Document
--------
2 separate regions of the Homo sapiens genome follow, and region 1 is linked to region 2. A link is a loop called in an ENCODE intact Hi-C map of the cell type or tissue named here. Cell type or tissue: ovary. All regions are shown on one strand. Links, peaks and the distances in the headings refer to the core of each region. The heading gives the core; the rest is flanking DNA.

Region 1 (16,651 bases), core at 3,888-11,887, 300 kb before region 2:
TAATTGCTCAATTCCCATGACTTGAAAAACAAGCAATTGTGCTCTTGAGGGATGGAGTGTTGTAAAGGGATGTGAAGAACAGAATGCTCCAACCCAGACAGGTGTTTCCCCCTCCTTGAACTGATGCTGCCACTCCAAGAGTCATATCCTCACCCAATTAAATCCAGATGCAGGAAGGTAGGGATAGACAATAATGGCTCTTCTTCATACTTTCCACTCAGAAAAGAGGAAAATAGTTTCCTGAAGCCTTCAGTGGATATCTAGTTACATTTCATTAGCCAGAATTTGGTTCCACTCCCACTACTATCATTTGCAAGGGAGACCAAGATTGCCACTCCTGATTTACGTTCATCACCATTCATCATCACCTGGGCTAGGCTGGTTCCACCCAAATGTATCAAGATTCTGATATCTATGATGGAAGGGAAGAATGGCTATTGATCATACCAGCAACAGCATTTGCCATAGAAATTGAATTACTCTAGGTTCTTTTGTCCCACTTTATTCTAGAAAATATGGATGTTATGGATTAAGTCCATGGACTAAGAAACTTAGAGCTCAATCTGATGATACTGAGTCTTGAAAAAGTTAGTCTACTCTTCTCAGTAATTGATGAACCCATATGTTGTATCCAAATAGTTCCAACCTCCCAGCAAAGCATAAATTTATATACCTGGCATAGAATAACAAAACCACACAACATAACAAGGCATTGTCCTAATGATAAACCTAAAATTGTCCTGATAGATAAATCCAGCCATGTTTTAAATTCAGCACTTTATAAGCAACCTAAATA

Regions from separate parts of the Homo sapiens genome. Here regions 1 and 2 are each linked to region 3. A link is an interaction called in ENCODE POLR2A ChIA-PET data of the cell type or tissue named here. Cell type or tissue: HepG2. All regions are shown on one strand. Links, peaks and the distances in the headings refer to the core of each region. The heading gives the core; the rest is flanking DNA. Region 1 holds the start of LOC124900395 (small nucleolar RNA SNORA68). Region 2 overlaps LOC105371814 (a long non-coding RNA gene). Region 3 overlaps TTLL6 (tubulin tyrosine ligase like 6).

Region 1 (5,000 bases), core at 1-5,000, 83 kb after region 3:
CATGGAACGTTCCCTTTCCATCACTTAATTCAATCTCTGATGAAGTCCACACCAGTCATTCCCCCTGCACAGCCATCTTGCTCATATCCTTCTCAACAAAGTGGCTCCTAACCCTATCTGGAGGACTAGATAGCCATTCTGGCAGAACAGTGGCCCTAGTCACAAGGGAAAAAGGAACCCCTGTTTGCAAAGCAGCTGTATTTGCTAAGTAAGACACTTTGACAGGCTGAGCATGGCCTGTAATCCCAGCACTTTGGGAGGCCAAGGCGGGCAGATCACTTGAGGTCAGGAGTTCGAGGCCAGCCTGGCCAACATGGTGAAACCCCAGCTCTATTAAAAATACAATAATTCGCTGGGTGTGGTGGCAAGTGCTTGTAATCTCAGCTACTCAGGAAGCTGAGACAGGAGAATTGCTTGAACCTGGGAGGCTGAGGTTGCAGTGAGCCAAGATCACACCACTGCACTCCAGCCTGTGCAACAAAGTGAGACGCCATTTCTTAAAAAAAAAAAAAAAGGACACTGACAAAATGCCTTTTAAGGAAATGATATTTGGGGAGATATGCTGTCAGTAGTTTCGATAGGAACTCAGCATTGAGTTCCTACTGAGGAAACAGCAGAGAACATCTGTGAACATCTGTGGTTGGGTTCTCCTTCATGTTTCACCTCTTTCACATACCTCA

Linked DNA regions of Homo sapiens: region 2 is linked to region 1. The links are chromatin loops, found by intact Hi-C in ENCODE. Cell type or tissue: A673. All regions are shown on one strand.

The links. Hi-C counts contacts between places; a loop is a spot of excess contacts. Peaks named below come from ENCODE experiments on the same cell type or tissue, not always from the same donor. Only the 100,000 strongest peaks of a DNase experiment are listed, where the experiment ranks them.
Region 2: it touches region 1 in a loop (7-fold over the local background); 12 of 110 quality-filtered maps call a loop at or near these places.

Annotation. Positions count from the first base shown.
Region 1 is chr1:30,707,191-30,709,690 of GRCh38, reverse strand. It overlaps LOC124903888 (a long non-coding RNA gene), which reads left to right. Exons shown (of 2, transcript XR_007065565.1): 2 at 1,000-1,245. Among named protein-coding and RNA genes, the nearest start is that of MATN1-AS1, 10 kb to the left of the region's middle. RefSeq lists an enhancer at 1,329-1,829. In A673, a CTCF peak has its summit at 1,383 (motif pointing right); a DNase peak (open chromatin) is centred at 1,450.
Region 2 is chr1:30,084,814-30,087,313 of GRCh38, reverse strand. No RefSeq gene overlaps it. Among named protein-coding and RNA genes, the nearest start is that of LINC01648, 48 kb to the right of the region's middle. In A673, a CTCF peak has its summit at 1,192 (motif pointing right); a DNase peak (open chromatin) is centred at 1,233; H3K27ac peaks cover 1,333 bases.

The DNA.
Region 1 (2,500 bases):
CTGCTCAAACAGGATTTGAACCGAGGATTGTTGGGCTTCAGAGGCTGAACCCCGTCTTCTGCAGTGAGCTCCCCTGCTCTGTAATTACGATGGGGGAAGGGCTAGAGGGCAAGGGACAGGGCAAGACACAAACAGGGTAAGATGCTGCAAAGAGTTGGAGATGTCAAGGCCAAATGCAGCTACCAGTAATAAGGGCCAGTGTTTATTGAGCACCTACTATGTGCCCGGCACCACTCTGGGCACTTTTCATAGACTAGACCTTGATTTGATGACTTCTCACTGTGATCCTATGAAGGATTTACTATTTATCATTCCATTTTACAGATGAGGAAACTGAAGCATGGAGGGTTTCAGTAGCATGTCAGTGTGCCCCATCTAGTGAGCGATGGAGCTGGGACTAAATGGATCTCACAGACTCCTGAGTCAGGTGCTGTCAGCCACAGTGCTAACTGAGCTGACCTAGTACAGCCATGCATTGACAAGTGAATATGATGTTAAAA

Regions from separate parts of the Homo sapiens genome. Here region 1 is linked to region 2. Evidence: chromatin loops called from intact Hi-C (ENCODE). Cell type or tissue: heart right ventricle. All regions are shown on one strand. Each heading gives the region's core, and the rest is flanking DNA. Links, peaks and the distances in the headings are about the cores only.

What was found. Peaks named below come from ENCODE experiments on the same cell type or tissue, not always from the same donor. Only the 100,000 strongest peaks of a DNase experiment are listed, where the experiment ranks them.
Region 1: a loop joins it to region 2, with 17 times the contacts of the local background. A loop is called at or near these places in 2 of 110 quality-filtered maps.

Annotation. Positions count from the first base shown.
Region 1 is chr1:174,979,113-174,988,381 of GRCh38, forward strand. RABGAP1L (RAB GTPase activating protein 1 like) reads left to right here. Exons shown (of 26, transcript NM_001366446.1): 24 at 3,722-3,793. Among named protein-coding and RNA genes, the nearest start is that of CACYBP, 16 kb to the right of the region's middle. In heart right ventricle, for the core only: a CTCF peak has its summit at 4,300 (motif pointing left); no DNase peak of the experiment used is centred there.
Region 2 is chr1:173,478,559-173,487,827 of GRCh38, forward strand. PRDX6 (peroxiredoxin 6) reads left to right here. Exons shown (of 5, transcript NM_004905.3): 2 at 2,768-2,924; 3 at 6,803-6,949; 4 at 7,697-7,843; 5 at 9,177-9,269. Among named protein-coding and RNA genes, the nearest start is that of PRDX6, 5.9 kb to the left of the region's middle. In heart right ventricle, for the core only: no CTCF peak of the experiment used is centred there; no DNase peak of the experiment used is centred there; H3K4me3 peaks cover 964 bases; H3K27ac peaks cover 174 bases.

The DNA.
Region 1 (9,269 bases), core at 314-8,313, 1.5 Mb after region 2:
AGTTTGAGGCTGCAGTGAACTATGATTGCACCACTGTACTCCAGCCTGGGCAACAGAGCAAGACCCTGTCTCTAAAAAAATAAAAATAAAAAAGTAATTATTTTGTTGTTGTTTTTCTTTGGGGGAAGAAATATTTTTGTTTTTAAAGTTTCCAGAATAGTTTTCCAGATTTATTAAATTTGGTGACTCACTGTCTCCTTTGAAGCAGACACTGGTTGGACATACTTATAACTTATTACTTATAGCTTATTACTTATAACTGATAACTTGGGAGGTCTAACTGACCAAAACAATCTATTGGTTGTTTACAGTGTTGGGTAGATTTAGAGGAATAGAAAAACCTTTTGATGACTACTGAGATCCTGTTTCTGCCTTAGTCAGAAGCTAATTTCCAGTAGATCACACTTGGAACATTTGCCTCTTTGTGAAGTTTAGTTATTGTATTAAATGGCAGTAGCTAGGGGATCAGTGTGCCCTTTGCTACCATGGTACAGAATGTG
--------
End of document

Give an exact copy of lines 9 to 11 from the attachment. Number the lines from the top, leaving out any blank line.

Region 2: it touches region 1 in a loop (7-fold over the local background); 12 of 110 quality-filtered maps call a loop at or near these places.

Annotation. Positions count from the first base shown.
Region 1 is chr1:30,707,191-30,709,690 of GRCh38, reverse strand. It overlaps LOC124903888 (a long non-coding RNA gene), which reads left to right. Exons shown (of 2, transcript XR_007065565.1): 2 at 1,000-1,245. Among named protein-coding and RNA genes, the nearest start is that of MATN1-AS1, 10 kb to the left of the region's middle. RefSeq lists an enhancer at 1,329-1,829. In A673, a CTCF peak has its summit at 1,383 (motif pointing right); a DNase peak (open chromatin) is centred at 1,450.